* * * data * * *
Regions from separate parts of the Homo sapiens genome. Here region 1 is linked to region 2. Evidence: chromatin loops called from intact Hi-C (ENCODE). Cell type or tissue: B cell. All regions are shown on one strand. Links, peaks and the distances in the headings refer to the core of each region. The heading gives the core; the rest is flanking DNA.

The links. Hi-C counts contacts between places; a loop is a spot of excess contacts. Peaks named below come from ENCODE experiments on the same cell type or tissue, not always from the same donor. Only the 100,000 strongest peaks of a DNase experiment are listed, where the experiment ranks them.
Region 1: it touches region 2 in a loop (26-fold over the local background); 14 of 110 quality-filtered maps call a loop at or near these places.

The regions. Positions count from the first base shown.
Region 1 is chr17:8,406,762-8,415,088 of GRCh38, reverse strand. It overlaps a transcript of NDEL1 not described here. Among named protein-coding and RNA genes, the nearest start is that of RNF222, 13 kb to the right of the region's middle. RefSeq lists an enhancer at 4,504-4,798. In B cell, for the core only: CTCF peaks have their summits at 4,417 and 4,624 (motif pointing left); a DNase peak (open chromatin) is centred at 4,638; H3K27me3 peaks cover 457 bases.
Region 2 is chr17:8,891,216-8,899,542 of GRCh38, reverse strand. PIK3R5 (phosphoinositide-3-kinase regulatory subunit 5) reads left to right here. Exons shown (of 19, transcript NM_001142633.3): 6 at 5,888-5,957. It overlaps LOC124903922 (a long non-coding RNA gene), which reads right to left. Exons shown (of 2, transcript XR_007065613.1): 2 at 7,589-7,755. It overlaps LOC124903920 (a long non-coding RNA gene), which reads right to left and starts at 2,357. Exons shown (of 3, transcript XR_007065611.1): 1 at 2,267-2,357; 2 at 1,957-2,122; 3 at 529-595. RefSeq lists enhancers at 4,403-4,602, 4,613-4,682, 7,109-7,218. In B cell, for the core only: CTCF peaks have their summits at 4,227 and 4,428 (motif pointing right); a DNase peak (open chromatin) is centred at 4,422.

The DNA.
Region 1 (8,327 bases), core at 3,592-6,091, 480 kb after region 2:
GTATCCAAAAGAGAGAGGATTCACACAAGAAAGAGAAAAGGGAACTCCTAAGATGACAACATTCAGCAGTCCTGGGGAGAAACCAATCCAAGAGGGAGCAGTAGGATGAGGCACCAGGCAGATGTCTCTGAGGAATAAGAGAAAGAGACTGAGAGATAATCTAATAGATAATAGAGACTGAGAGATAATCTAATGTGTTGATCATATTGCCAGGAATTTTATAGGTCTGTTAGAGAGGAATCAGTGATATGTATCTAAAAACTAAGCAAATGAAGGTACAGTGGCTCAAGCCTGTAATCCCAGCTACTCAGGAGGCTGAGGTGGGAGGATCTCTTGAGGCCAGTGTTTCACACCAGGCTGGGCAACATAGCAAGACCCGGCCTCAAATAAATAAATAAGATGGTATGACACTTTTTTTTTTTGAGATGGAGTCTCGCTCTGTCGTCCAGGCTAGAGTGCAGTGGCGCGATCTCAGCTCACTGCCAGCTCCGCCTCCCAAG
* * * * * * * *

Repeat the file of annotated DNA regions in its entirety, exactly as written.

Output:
Regions from separate parts of the Homo sapiens genome. Here region 1 is linked to region 2. Evidence: chromatin loops called from intact Hi-C (ENCODE). Cell type or tissue: B cell. All regions are shown on one strand. Links, peaks and the distances in the headings refer to the core of each region. The heading gives the core; the rest is flanking DNA.

The links. Hi-C counts contacts between places; a loop is a spot of excess contacts. Peaks named below come from ENCODE experiments on the same cell type or tissue, not always from the same donor. Only the 100,000 strongest peaks of a DNase experiment are listed, where the experiment ranks them.
Region 1: it touches region 2 in a loop (26-fold over the local background); 14 of 110 quality-filtered maps call a loop at or near these places.

The regions. Positions count from the first base shown.
Region 1 is chr17:8,406,762-8,415,088 of GRCh38, reverse strand. It overlaps a transcript of NDEL1 not described here. Among named protein-coding and RNA genes, the nearest start is that of RNF222, 13 kb to the right of the region's middle. RefSeq lists an enhancer at 4,504-4,798. In B cell, for the core only: CTCF peaks have their summits at 4,417 and 4,624 (motif pointing left); a DNase peak (open chromatin) is centred at 4,638; H3K27me3 peaks cover 457 bases.
Region 2 is chr17:8,891,216-8,899,542 of GRCh38, reverse strand. PIK3R5 (phosphoinositide-3-kinase regulatory subunit 5) reads left to right here. Exons shown (of 19, transcript NM_001142633.3): 6 at 5,888-5,957. It overlaps LOC124903922 (a long non-coding RNA gene), which reads right to left. Exons shown (of 2, transcript XR_007065613.1): 2 at 7,589-7,755. It overlaps LOC124903920 (a long non-coding RNA gene), which reads right to left and starts at 2,357. Exons shown (of 3, transcript XR_007065611.1): 1 at 2,267-2,357; 2 at 1,957-2,122; 3 at 529-595. RefSeq lists enhancers at 4,403-4,602, 4,613-4,682, 7,109-7,218. In B cell, for the core only: CTCF peaks have their summits at 4,227 and 4,428 (motif pointing right); a DNase peak (open chromatin) is centred at 4,422.

The DNA.
Region 1 (8,327 bases), core at 3,592-6,091, 480 kb after region 2:
GTATCCAAAAGAGAGAGGATTCACACAAGAAAGAGAAAAGGGAACTCCTAAGATGACAACATTCAGCAGTCCTGGGGAGAAACCAATCCAAGAGGGAGCAGTAGGATGAGGCACCAGGCAGATGTCTCTGAGGAATAAGAGAAAGAGACTGAGAGATAATCTAATAGATAATAGAGACTGAGAGATAATCTAATGTGTTGATCATATTGCCAGGAATTTTATAGGTCTGTTAGAGAGGAATCAGTGATATGTATCTAAAAACTAAGCAAATGAAGGTACAGTGGCTCAAGCCTGTAATCCCAGCTACTCAGGAGGCTGAGGTGGGAGGATCTCTTGAGGCCAGTGTTTCACACCAGGCTGGGCAACATAGCAAGACCCGGCCTCAAATAAATAAATAAGATGGTATGACACTTTTTTTTTTTGAGATGGAGTCTCGCTCTGTCGTCCAGGCTAGAGTGCAGTGGCGCGATCTCAGCTCACTGCCAGCTCCGCCTCCCAAG